From my Grand Father, who was a Bible Baptist and an Elder of his Baptist Church.
G.Pa said that people confuse the Original Sin of Man with the existence of Sin which occurred with Lucifer’s fall.
Lucifer brought the sin to the garden, and if Adam and Eve had not fallen into temptation and then into the sinful act, Sin would not have entered into the world thru them.
Mind you, EVE was deceived! Even God the Father accepted this, doesn’t change the finality of the act; however, IMHO was a mitigating circumstance… and the serpent suffered for that deception too.
G.Pa would go on to explain (and I will try my best to remember is words, I may have to paraphrase a tad here or there, he’s been gone for a very long time):
Angels and Men were given free will.
Upon creation, all that were created were without sin for no sin existed.
Lucifer, as with all of God’s high creations (G.Pa words), being with God are outside of time and space.
Lucifer therefor could see that God loved Mankind above all else and in order to save Man would humble himself before Mankind; a creation that Lucifer held as lessor than himself and the Angels.
Lucifer saw this as a weakness, despised God for this weakness, became prideful, and would not obey God the Father; thus, sin was with Lucifer and with those Angels that agreed with and followed Lucifer.
Now until this point sin did not exist within Man nor the World… only with the Fallen ones; however, we have free will, and it was this weakness and strength that Lucifer attacked.
Knowing that an assault upon Adam would be fruitless, for Adam had named and therefor knowledge of all in the Garden, Lucifer went after Eve.
From here, we know the story as to how Lucifer deceived Eve and Adam failed in his convenient with God the Father.
For clarification, this is how the Church teaches it:
**390 The account of the fall in Genesis 3 uses figurative language, but affirms a primeval event, a deed that took place at the beginning of the history of man.264 Revelation gives us the certainty of faith that the whole of human history is marked by the original fault freely committed by our first parents.265 **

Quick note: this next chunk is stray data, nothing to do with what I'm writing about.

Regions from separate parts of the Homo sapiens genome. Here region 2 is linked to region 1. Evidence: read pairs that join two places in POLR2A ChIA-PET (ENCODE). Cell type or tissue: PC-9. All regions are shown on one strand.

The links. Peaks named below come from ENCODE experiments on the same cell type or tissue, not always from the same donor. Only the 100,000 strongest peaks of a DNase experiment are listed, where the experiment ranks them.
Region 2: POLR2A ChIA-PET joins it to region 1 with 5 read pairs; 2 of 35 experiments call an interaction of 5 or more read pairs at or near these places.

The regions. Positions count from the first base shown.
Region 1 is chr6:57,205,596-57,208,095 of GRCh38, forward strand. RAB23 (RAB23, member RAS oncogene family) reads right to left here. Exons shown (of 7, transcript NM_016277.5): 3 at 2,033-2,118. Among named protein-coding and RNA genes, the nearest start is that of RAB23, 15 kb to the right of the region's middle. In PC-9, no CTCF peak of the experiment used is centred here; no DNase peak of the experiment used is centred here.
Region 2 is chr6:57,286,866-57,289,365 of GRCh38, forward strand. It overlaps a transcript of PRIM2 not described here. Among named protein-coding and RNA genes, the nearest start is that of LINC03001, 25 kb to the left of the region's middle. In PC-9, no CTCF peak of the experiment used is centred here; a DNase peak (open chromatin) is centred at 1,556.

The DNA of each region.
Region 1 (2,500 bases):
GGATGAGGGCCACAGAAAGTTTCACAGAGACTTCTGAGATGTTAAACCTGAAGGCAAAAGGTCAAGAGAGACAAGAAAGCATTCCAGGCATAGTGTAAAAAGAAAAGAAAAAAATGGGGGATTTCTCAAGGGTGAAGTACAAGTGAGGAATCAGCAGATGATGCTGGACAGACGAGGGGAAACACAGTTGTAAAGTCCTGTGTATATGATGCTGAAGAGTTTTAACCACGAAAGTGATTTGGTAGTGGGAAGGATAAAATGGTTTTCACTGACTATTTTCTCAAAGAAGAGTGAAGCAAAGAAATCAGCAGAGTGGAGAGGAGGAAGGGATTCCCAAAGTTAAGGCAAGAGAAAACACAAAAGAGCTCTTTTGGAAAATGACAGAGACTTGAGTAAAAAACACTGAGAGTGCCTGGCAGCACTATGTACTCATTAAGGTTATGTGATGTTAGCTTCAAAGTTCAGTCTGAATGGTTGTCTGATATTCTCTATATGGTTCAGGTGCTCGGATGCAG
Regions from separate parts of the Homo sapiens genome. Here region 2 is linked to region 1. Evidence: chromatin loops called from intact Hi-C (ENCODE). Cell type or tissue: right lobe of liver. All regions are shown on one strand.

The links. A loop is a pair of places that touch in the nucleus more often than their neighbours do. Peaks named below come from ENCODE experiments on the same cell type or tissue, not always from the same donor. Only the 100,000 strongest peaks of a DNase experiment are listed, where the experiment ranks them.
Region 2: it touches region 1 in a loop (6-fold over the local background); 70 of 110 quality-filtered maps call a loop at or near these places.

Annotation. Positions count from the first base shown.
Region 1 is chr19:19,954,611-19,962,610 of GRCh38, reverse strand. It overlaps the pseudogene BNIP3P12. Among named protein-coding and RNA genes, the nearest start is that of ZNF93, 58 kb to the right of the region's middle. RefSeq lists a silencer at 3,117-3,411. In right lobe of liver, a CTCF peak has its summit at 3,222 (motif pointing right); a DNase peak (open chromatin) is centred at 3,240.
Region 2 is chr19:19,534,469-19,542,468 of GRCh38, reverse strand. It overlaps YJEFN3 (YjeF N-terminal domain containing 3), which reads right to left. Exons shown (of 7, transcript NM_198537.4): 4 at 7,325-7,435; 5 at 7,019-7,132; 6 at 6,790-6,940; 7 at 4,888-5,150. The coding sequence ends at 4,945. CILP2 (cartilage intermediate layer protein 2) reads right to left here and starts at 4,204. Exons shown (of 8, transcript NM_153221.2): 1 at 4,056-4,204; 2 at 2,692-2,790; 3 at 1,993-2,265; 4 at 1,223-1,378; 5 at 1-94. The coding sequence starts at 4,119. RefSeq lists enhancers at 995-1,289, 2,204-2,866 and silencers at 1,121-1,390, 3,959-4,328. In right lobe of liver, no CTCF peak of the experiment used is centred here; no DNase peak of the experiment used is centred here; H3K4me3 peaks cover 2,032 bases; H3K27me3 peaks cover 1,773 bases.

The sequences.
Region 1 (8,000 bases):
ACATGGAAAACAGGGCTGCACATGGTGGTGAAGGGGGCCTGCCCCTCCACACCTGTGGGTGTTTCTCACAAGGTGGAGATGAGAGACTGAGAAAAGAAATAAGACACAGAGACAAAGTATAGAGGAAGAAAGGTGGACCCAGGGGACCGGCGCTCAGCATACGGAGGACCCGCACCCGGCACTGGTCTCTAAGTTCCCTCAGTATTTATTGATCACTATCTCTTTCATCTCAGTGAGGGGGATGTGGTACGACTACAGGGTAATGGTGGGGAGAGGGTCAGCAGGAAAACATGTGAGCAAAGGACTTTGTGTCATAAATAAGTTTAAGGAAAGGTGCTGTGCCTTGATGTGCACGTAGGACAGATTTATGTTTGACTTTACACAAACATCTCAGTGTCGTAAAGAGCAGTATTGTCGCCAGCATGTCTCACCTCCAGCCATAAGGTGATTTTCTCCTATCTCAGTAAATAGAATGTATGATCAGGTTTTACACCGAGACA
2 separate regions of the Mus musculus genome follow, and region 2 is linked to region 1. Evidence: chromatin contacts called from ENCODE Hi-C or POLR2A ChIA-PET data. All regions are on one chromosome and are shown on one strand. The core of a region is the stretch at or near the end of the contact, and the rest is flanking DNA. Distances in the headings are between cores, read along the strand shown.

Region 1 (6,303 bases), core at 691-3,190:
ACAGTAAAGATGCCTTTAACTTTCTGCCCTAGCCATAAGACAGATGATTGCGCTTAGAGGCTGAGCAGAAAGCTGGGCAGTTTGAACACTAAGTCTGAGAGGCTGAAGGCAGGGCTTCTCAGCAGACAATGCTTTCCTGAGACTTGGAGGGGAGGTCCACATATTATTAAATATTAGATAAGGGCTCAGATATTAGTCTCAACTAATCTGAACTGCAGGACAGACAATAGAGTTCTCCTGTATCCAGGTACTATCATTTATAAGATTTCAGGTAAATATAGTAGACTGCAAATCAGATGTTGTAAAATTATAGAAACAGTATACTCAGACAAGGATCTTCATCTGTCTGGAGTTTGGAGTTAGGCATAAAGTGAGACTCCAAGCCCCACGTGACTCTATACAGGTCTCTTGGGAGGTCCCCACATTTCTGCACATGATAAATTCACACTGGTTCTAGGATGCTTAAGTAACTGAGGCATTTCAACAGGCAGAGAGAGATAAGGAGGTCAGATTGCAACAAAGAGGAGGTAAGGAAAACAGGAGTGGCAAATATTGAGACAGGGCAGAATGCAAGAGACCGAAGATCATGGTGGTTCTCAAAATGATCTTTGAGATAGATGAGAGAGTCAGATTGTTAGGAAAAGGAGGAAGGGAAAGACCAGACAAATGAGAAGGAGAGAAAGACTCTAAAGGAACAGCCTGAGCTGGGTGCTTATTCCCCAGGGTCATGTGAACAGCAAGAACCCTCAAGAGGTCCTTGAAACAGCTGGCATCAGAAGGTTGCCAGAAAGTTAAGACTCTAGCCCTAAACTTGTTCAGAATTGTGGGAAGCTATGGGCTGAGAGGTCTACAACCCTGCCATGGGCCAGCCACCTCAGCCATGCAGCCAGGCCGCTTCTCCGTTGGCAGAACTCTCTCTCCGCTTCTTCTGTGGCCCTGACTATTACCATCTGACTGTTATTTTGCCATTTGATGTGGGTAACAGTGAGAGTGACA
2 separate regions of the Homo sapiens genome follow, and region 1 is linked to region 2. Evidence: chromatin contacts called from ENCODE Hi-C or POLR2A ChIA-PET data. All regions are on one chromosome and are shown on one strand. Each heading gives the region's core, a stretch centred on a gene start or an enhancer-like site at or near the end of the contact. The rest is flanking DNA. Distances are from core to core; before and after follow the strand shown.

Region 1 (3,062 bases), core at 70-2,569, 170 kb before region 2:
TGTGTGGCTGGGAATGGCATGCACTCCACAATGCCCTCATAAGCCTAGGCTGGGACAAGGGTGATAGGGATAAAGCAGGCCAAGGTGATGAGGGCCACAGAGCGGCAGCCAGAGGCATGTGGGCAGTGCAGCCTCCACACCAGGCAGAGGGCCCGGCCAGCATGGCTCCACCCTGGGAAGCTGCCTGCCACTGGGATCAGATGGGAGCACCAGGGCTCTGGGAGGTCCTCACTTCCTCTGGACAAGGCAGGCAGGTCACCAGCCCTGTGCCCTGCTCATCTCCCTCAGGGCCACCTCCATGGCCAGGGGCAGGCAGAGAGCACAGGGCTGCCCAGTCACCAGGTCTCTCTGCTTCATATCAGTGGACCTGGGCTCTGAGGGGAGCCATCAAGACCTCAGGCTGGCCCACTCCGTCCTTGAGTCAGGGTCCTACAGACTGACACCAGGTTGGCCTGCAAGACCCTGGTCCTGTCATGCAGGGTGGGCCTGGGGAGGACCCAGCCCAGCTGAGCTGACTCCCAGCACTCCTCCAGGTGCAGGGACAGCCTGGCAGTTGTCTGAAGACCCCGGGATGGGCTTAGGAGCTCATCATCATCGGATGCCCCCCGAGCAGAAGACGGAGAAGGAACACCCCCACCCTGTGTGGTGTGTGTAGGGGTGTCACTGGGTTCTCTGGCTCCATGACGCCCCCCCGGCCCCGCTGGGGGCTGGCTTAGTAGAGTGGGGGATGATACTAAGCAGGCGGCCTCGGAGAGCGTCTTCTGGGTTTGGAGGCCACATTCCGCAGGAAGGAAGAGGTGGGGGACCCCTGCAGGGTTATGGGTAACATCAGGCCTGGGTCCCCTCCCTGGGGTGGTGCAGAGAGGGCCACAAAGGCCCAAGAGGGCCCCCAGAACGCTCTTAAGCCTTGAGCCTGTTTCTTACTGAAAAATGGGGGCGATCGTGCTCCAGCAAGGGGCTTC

Certain aspects of the account of the Fall of man are figurative and allegorical, while others, including the existence of a first pair of parents from whom we’re all descended, and who comitted the first sin, are not. And the purpose of revelation together with the authority of the CC is to *help *us mere mortals to come to know more than we otherwise possibly could in “our current fallen state”. But you’re right, it’s a mind-bender either way.
That doesn’t really explain why Adam sinned, why he believed satan rather than God, or where Lucifer’s pride or envy came from.
Regarding post 6. In reality, it is more like an outline than an in depth presentation.
Because the parts of post 6 are so closely related to each other, it is possible to choose one part, which is the easiest to understand, and then proceed to other easy parts, and finally to the difficult parts.
If you wish, you could choose any part and I will help you proceed to the other parts.
This is an excellent post. Thank you!
Eve knew that she should not have eaten from the tree, so she must have had the same knowledge Adam had, or this would make her out to be naive, unaware of what would happen. Eve not having sufficent knowledge as her husband would have been unfair, for the two are of the one body.